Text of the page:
{¶8} Mother has appealed, raising five assignments of error for our review.

         II.

         ASSIGNMENT OF ERROR I

         THE DECISION OF THE TRIAL COURT IN ALLOWING TAPE RECORDED CONVERSATIONS BETWEEN MOTHER, THE MINOR CHILDREN, AND MOTHER'S SPOUSE TO BE USED AS EVIDENCE AT TRIAL WAS A VIOLATION OF THE RULES OF EVIDENCE, PREJUDICIAL AND AN ERROR OF LAW[]

         {¶9} Mother argues in her first assignment of error that the trial court erred in allowing the audio tape recordings of Mother's and Mother's husband's conversations with the children to be used as evidence.

         {¶10} "Generally, this Court reviews a trial court's action with respect to a magistrate's decision for an abuse of discretion." Pflaum v. Summit Cty. Animal Control, 9th Dist. Summit No. 28335, 2017-Ohio-4166, ¶ 11, citing Tabatabai v. Tabatabai, 9th Dist. Medina No. 08CA0049-M, 2009-Ohio-3139, ¶ 17. An abuse of discretion implies that the trial court's attitude was unreasonable, arbitrary, or unconscionable. Blakemore v. Blakemore, 5 Ohio St.3d 217, 219 (1983). "'In so doing, we consider the trial court's action with reference to the nature of the underlying matter.'" Pflaum at ¶ 11, quoting Tabatabai at ¶ 18.

         {¶11} At the initial trial date in February 2014, Father's counsel asked Mother various questions related to what she discussed with the children when she spoke to them, and what she allowed her husband to discuss with the children, including court proceedings, financial and litigation costs, as well as whether she undermined or spoke negatively about Father. Largely without objection, [1] Father's counsel then played conversations purported to be between Mother (and sometimes Mother's husband) and the children that Father had recorded.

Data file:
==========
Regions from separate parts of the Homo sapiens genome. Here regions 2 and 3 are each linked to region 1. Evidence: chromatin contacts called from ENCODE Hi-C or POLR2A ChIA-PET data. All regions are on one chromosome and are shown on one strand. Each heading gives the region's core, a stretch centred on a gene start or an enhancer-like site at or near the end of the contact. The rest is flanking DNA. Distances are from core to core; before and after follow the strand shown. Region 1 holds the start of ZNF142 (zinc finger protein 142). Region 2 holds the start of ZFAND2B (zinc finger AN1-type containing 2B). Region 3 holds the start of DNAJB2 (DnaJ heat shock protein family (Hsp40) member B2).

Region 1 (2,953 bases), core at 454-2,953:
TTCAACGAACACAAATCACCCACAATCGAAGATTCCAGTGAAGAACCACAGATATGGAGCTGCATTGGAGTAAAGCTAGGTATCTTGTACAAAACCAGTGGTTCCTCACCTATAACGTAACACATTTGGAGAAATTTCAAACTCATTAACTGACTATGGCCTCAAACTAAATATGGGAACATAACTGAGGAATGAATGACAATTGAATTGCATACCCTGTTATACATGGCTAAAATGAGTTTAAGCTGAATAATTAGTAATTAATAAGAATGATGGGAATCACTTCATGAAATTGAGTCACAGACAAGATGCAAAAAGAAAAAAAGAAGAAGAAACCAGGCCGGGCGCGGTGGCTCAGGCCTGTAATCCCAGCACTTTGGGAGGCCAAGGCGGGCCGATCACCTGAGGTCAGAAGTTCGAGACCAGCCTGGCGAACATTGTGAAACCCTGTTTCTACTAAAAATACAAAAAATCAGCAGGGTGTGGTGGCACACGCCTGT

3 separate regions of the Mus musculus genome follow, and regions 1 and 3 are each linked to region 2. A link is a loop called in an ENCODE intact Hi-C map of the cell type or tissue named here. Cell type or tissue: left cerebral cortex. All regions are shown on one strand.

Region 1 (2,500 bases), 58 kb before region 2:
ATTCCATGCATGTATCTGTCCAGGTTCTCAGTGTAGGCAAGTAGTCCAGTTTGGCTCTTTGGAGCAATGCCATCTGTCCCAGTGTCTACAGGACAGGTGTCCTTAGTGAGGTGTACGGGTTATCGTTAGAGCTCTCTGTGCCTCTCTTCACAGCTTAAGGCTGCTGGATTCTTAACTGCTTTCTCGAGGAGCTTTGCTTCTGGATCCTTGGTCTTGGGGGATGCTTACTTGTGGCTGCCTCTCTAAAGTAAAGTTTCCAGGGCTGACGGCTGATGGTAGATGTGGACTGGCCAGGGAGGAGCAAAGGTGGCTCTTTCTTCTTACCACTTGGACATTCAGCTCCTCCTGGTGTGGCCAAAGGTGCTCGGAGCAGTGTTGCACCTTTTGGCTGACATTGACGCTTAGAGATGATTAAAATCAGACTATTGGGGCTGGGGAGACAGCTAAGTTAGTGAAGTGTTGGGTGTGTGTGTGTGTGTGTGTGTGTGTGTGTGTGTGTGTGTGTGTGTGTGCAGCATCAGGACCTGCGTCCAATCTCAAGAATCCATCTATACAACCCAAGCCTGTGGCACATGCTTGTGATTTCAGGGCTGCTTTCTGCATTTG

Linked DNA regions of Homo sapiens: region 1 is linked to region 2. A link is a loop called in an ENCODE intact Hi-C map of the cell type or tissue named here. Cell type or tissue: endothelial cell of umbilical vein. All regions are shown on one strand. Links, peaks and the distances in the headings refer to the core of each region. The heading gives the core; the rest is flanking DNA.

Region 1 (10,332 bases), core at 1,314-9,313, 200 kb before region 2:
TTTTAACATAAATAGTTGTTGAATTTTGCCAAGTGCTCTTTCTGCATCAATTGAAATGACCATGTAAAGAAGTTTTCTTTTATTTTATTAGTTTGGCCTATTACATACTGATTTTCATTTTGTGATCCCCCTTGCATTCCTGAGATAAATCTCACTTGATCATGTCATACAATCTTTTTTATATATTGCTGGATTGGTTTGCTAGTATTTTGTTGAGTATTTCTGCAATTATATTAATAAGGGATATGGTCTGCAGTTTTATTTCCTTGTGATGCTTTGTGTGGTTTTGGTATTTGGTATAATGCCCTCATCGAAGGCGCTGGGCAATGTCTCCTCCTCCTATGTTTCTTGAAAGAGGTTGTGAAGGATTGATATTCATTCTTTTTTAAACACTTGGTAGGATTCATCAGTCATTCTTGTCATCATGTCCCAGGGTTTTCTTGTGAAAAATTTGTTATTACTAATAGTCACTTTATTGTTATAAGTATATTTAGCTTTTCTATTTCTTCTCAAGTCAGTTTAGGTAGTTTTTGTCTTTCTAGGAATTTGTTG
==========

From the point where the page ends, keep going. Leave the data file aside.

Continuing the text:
{¶12} Those recordings were also discussed at the May 21, 2015 hearing. Therein, Mother acknowledged that at the prior hearing she had admitted to: discussing the case with the children, discussing litigation costs with the children, telling H.R. to tell the magistrate certain things, allowing her husband to talk to the children about court proceedings, and undermining Father's relationship with the children. There were no objections raised to this line of questioning. Mother, without objection, made similar acknowledgements relative to the recordings at the September 28, 2015 hearing.

         {¶13} Finally, at the November 18, 2015 hearing, several of the recordings were played for Dr. Richard Rynearson, a clinical psychologist who co-authored the second custody evaluation. The report based on the second custody evaluation recommended that Mother receive custody of the children. However, Dr. Rynearson admitted that he had not listened to the audio recordings provided by Father but noted that from his observations any alienation by Mother was not "particularly obvious." Dr. Rynearson acknowledged that if Mother admitted to undermining Father, alienating Father, and discussing the litigation with the children that would be important for him to know and to consider in rendering an evaluation. Several of the audio recordings were then played for Dr. Rynearson without objection. After hearing the recordings, Dr. Rynearson agreed that it was a mistake not to listen to them prior to issuing a recommendation. The GAL then asked, without objection, whether, after hearing the recordings, his recommendation had changed. Dr. Rynearson responded that he would have to think about it. The magistrate then asked, without objection, whether, "based upon all the audio recordings and the statements that if you perceive them to be true * * * would your recommendation you've made to the Court change[?]" Dr. Rynearson indicated it would and that he would recommend that the children continue to live with Father.